Baltimore Spokes
Biking in Baltimore
Sign Up!
Login
Welcome to Baltimore Spokes
Sunday, December 04 2016 @ 02:14 PM UTC
View Printable Version

VOLPE: TRUCK SIDE GUARD RESEARCH & RECOMMENDATIONS

Biking Elsewhere-> A recent Volpe report summarizes their research and recommendations supporting San Francisco Municipal Transportation Agency efforts to improve pedestrian and bicyclist safety through truck-based strategies. Specifically, this initial report focuses on side guards, which are vehicle-based safety devices designed to prevent pedestrians, bicyclists, and motorcyclists from being run over by a large truck’s rear wheels in a side-impact collision. "Vision Zero San Francisco Truck Side Guard Initiative: Technical Assessment and Recommendations" http://bit.ly/2dt7MQc
(See also Volpe’s recommended standard Truck Side Guard Specifications: http://bit.ly/2dPTrMZ)

from CenterLines, the e-newsletter of the National Center for Bicycling & Walking.
View Printable Version

US: HIGHEST PER CAPITA TRAFFIC FATALITY RATE AMONG PEERS

Biking Elsewhere-> A recent CDC report, "Vital Signs: Motor Vehicle Injury Prevention — United States and 19 Comparison Countries" (http://bit.ly/2dQoyIa), and Economist Magazine analysis, "America’s Road-safety Record is the Worst in the Rich World" (http://econ.st/2dCvCuh), indicate that, despite huge investments in traffic safety programs and safety engineering, the United States has, by far, the highest per capita traffic fatality rate among peer countries. The United States has high traffic causality rates despite huge investments in safer roads, safer vehicles, and traffic safety programs. These efforts did reduce the U.S. traffic deaths rate by 31 percent between 2000 and 2013, but during that period peer countries reduced their crash rate a much more impressive 55.1 percent. These very high traffic casualty rates (several times higher than peer countries) can be explained by high (about double) per capita annual vehicle mileage and automobile-oriented community design. http://bit.ly/2d8o66V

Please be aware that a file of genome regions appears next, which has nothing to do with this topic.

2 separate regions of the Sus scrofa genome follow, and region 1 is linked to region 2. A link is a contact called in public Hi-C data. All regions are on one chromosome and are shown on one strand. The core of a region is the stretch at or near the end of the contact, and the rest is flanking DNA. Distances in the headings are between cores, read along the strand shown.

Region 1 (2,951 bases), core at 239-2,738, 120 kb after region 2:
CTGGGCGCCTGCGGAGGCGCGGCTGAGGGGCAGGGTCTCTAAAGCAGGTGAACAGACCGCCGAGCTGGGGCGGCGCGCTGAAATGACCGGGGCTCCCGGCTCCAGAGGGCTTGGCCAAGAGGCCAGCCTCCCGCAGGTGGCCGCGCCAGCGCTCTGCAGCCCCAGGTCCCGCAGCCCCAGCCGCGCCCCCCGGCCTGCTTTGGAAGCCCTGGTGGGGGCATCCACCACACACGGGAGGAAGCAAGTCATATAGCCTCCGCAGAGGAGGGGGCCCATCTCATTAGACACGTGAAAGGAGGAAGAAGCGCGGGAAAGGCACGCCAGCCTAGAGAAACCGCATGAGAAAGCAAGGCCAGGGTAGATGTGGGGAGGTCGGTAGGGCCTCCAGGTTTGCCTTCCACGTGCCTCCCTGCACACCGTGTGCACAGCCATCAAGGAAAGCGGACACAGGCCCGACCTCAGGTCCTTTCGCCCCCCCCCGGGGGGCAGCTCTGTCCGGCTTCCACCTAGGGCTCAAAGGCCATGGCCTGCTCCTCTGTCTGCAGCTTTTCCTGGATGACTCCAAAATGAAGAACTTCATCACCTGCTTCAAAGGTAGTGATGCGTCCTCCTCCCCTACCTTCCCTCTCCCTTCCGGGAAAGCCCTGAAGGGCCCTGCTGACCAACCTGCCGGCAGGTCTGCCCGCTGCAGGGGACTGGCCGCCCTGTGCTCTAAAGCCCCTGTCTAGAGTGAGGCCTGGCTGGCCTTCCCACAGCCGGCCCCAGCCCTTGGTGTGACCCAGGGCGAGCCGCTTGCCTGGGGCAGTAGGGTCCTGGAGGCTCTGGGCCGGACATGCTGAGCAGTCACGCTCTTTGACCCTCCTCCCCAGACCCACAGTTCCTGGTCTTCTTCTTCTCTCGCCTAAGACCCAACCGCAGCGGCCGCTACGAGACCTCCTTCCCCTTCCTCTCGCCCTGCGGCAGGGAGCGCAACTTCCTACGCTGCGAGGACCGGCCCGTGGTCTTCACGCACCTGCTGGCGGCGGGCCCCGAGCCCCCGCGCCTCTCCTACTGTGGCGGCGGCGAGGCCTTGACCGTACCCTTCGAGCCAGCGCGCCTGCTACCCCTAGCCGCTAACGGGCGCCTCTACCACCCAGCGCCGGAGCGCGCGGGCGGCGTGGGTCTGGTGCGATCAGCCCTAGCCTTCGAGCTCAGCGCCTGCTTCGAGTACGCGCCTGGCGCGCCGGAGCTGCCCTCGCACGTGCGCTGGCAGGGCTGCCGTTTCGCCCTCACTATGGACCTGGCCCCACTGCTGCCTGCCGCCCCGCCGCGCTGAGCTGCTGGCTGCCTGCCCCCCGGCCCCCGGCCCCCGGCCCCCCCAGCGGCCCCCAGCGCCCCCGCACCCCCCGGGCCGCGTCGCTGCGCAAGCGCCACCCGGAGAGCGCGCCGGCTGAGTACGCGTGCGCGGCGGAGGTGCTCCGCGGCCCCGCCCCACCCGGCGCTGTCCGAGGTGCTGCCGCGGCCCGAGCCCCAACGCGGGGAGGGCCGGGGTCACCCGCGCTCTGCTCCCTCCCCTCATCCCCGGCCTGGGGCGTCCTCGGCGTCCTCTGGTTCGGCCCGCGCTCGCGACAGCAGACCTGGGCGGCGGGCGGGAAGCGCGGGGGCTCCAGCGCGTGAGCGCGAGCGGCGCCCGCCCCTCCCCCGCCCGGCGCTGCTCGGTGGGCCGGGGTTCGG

Investing in high quality public transit and creating more transit-oriented development can provide many economic, social and environmental benefits, including large, community-wide reductions in traffic casualties. See The "Hidden Traffic Safety Solution: Public Transportation" noted in our last issue for details: http://bit.ly/2d54b9m.

from CenterLines, the e-newsletter of the National Center for Bicycling & Walking.
View Printable Version

EUROPEAN BUSES TO DETECT POTENTIAL COLLISIONS W/ PEDS/BIKES

Biking Elsewhere-> Autocar reports Volvo has developed an advanced driver assist program for its bus models that can detect and help prevent collisions with pedestrians and cyclists. The system, which uses a camera mounted on the vehicle’s exterior, will be rolled out from the start of next year on European buses. The camera processes images through complex algorithms to detect potential hazards, with its primary focus being to spot pedestrians and cyclists who could come into contact with the bus. To alert the driver of a hazard or potential impact, lights and sound signals are projected in the cabin. If an impact is imminent, the pedestrian or cyclist is also warned with the automatic sounding of the bus’s horn. http://bit.ly/2dHTrgT

from CenterLines, the e-newsletter of the National Center for Bicycling & Walking.
View Printable Version

REPORTERS 4 BIGGEST SINS COMMITTED IN COVERING PED DEATHS

Biking Elsewhere-> StreetsBlogUSA lists four common problems with how pedestrian deaths are covered in American media and why reporters need to change their approach to traffic violence. 1) The default stance of most coverage is to blame victims for their own deaths, 2) Most local news reports entirely ignore the design of the street where the collision happened. But the epidemic of pedestrian deaths can’t be separated from street conditions... http://bit.ly/2dpV48y